His album “A Larum” features The Sussex Wit; mandolin, banjo, backing harmonies and padding drums which create a country-folk beards and checked shirt* sound. This stripped down solo performance could steer him into the singer-songwriter genre, but it would be a shame to box him there as he deserves more than that.

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12 Days (leading to) Christmas…

Posted in bands, Random, We are not a rock band with tags , , , , , , , , , , , on December 15, 2009 by keifallen

Ok, ok, originally I was going to call this the ’12 days of Christmas’, but Knockturnal has just text me saying “the 12 days are the days after Christmas“, so factually this isn’t the ’12 days of Christmas’.  It seems my Primary School and their use of the song,  and items in the song, were incorrect. I cannot believe it has taken over 20 years for someone to point this out to me. It’s rather tragic, and has ruined some of my Christmas spirit, but not to worry, I’ve got tons of Christmas cheer left, and as such, I thought we at WANARB could give you our very own, AK47 style, 12 days of Christmas, with the 12 days leading up to Christmas….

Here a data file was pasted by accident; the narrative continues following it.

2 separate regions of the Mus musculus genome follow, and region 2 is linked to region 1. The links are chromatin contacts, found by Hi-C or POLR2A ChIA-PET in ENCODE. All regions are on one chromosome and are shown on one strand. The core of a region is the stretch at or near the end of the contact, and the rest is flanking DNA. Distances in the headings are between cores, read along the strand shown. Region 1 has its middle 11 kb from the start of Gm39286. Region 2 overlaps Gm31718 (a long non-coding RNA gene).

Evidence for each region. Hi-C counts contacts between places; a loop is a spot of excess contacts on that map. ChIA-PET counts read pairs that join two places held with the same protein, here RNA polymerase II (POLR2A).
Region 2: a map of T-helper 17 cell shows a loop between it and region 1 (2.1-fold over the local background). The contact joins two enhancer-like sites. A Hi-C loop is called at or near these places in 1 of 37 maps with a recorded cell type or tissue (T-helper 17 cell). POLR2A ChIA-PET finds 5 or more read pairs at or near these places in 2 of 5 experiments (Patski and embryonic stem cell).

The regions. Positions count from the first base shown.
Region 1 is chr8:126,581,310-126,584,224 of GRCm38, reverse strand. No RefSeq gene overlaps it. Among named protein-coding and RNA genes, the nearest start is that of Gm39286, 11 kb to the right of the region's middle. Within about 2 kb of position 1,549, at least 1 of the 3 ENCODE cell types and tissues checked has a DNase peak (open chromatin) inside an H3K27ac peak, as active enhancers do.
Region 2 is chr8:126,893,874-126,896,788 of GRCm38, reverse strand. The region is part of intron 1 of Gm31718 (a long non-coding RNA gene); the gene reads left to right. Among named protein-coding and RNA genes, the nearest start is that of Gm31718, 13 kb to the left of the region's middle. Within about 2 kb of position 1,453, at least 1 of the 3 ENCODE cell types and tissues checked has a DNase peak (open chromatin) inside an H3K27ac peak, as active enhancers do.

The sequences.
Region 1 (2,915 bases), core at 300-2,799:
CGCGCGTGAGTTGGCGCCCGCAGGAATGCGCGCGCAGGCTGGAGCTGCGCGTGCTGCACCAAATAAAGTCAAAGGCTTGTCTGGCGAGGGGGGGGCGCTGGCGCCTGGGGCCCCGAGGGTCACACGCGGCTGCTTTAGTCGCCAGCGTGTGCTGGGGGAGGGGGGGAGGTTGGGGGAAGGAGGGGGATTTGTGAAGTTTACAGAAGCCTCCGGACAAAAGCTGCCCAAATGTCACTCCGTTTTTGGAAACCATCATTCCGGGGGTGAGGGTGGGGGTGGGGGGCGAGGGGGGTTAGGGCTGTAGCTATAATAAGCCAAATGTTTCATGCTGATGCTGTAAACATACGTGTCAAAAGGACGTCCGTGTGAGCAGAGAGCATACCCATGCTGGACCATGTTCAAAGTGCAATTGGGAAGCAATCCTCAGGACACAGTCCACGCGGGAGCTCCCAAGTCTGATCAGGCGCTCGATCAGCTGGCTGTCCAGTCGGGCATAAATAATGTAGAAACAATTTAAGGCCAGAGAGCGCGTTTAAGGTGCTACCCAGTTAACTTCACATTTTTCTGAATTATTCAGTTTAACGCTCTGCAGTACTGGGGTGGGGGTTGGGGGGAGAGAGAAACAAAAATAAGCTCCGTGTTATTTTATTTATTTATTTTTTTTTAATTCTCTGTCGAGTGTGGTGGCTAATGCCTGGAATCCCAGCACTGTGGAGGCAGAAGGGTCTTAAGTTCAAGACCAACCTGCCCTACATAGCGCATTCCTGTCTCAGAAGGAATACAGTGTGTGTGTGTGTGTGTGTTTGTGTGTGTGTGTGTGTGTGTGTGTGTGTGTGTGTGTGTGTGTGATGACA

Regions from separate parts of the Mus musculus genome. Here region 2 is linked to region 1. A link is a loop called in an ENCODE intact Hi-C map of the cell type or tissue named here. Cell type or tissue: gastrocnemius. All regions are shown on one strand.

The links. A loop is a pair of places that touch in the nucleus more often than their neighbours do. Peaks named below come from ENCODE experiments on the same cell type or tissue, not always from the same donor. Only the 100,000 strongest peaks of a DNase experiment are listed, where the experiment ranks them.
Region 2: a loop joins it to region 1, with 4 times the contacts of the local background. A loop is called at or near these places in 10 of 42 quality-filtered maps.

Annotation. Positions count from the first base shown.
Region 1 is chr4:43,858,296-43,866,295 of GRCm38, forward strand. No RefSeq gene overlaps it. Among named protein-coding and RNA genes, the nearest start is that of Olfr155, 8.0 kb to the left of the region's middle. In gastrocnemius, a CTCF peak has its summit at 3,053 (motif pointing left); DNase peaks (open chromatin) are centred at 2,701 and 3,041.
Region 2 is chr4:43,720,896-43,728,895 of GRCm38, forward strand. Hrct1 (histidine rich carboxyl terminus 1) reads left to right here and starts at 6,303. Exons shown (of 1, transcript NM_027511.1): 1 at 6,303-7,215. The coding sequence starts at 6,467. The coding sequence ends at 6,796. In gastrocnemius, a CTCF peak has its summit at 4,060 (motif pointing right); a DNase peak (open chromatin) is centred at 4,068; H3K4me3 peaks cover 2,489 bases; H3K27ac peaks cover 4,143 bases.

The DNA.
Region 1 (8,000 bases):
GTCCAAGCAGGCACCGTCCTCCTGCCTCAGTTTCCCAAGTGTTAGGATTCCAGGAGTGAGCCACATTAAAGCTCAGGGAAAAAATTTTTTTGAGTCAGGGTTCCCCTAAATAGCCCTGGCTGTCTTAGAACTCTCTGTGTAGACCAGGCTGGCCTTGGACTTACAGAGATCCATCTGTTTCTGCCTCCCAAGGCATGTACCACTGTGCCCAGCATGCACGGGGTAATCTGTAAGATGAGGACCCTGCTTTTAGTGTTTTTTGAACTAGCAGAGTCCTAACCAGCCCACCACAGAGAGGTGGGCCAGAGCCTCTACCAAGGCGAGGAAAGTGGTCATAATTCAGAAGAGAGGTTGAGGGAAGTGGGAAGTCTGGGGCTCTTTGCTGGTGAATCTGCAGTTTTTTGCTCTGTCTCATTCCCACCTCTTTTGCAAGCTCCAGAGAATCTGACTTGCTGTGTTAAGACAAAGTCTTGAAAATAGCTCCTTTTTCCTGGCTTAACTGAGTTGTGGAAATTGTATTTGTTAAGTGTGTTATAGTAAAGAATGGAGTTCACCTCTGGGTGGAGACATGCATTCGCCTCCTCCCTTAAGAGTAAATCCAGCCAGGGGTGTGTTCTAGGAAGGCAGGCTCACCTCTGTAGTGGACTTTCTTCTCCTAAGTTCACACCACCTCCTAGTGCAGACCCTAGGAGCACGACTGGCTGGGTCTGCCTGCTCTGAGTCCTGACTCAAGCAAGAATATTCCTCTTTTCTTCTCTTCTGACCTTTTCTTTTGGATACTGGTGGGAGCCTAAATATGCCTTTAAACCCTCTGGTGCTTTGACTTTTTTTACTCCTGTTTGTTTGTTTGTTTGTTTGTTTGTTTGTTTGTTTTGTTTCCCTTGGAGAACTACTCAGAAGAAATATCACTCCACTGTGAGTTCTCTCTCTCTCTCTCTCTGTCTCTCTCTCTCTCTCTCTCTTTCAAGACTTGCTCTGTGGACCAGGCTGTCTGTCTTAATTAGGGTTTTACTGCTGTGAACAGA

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Museum of Bella Artes

Posted in We are not a rock band with tags , , on November 20, 2009 by keifallen

I think next year (apart from heading halfway around the world for a wedding in Australia), number one on my “I want to go to there” list will be Stockholm.

Sweden just seems to be producing some phenomenal music of late, and there must be a massive amount of amazing music going on over there that I’m never going to hear unless I’m actually there. I want to go to there, find it, enjoy it, and have the time of my life. I’m sure some of Team WANARB will accompany me, then we can bring you WANARB does Stockholm and report back our tremendous findings.

Anyway – I digress, because really this post is all about my latest discovery which comes in the form of  The Museum of Bella Artes – who only have 206 friends on MySpace! This is a crying shame. (Well, 207 now WANARB are their friends.)

Their only track so far (because one of the band doesn’t like any of their other songs!) is “Who Do You Love” which I do in fact love.

Museum of Bella Artes – Who Do You Love




An Unstoppable Force